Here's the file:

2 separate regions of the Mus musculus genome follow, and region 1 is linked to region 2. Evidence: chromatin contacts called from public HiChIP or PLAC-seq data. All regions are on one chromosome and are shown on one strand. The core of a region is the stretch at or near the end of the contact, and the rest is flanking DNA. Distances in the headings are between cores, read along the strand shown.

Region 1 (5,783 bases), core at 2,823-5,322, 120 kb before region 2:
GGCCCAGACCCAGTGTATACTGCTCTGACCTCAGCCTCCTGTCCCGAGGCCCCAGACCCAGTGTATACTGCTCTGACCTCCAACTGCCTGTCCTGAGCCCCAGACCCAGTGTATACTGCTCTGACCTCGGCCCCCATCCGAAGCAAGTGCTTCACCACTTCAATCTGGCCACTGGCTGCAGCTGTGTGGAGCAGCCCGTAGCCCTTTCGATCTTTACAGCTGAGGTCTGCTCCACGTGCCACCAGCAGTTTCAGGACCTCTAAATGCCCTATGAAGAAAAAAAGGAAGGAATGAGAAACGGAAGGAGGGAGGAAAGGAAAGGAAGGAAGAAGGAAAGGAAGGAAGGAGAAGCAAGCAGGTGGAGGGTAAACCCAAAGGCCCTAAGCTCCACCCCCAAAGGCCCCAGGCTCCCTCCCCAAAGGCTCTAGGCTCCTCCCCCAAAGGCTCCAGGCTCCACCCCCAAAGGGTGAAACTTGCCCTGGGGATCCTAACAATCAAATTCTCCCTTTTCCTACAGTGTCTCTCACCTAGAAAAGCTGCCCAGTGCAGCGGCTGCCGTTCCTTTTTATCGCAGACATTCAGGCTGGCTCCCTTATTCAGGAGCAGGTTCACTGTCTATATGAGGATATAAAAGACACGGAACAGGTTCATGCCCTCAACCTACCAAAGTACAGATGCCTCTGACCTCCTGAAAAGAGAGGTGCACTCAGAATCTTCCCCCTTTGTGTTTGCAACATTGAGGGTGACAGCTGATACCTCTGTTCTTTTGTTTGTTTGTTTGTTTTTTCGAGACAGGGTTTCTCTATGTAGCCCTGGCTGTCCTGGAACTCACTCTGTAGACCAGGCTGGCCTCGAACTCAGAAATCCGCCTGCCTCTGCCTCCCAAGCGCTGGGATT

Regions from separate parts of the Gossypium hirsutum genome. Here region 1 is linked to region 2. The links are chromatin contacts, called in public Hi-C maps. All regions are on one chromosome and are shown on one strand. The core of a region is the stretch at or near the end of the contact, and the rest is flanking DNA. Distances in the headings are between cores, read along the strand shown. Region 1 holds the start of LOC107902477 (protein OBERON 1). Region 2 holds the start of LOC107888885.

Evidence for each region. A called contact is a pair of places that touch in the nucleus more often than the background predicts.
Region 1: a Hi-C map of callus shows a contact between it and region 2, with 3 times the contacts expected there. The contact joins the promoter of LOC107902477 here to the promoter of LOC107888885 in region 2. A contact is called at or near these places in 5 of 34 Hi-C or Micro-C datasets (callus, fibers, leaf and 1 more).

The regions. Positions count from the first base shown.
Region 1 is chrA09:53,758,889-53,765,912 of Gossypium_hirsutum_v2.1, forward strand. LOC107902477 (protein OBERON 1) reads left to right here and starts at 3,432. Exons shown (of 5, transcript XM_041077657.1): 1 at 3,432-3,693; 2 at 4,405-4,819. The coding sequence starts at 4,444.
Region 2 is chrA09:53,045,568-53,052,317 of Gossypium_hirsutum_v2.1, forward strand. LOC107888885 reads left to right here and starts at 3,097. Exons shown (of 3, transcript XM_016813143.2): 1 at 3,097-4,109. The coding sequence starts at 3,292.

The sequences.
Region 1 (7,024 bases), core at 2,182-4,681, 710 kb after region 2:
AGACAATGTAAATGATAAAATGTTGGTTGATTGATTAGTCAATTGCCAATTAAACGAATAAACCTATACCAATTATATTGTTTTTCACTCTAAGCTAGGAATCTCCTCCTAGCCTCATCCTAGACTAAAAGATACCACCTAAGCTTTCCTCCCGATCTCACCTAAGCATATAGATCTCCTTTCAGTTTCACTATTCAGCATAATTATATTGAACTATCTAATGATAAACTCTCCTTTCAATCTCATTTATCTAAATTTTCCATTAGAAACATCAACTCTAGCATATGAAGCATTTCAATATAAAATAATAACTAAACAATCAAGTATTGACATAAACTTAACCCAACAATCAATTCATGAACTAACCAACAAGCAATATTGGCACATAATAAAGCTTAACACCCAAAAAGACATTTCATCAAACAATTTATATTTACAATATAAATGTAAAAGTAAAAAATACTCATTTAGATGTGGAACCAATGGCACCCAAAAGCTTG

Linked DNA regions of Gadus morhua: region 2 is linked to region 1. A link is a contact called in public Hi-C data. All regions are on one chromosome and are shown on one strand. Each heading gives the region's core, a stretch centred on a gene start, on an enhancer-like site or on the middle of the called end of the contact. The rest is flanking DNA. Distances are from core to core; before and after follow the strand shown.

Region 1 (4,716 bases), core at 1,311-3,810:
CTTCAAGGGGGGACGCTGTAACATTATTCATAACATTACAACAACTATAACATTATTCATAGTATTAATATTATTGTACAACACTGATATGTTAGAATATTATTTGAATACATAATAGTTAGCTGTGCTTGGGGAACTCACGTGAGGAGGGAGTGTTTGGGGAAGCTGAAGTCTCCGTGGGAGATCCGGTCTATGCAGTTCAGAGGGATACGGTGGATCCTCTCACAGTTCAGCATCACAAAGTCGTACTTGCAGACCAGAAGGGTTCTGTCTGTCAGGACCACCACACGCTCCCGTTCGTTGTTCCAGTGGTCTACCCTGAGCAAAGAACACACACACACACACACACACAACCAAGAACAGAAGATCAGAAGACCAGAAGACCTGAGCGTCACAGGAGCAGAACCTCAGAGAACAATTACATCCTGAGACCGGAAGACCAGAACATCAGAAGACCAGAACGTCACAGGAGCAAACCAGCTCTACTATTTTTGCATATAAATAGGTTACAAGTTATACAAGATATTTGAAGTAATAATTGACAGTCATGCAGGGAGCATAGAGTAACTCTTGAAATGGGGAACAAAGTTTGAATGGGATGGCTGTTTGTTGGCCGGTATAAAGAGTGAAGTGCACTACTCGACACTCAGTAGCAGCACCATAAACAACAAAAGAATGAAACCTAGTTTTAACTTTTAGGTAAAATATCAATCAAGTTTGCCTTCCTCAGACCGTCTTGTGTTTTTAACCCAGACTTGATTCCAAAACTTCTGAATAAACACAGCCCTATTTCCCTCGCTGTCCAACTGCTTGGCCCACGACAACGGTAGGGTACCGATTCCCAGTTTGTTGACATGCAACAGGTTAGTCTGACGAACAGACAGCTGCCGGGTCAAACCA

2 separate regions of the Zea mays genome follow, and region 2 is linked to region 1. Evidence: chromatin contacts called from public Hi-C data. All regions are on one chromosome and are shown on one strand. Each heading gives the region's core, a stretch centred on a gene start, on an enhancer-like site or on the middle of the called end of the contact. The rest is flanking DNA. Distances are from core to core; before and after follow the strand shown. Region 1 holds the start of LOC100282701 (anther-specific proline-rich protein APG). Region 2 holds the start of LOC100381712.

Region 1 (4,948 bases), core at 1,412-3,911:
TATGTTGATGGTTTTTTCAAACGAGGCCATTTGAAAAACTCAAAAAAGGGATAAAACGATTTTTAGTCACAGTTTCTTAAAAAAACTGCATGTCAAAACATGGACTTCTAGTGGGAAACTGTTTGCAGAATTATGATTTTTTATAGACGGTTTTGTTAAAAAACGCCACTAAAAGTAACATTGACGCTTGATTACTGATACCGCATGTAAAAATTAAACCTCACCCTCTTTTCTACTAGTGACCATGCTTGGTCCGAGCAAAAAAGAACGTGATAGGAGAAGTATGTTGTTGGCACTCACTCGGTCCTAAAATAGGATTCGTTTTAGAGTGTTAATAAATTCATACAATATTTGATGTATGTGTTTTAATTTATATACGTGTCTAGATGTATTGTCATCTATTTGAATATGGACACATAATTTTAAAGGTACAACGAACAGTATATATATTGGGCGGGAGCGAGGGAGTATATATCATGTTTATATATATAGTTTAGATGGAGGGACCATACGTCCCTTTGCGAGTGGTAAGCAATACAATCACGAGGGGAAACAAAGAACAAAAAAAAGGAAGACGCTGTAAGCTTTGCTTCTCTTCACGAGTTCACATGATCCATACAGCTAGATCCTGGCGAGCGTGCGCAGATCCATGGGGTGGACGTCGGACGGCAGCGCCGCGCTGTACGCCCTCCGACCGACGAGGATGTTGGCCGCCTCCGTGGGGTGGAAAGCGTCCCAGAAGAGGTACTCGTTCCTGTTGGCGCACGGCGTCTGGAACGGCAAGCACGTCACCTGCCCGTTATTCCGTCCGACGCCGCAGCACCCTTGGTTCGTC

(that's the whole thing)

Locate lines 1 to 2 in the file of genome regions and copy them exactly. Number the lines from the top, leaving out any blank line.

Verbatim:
2 separate regions of the Mus musculus genome follow, and region 1 is linked to region 2. Evidence: chromatin contacts called from public HiChIP or PLAC-seq data. All regions are on one chromosome and are shown on one strand. The core of a region is the stretch at or near the end of the contact, and the rest is flanking DNA. Distances in the headings are between cores, read along the strand shown.

Region 1 (5,783 bases), core at 2,823-5,322, 120 kb before region 2: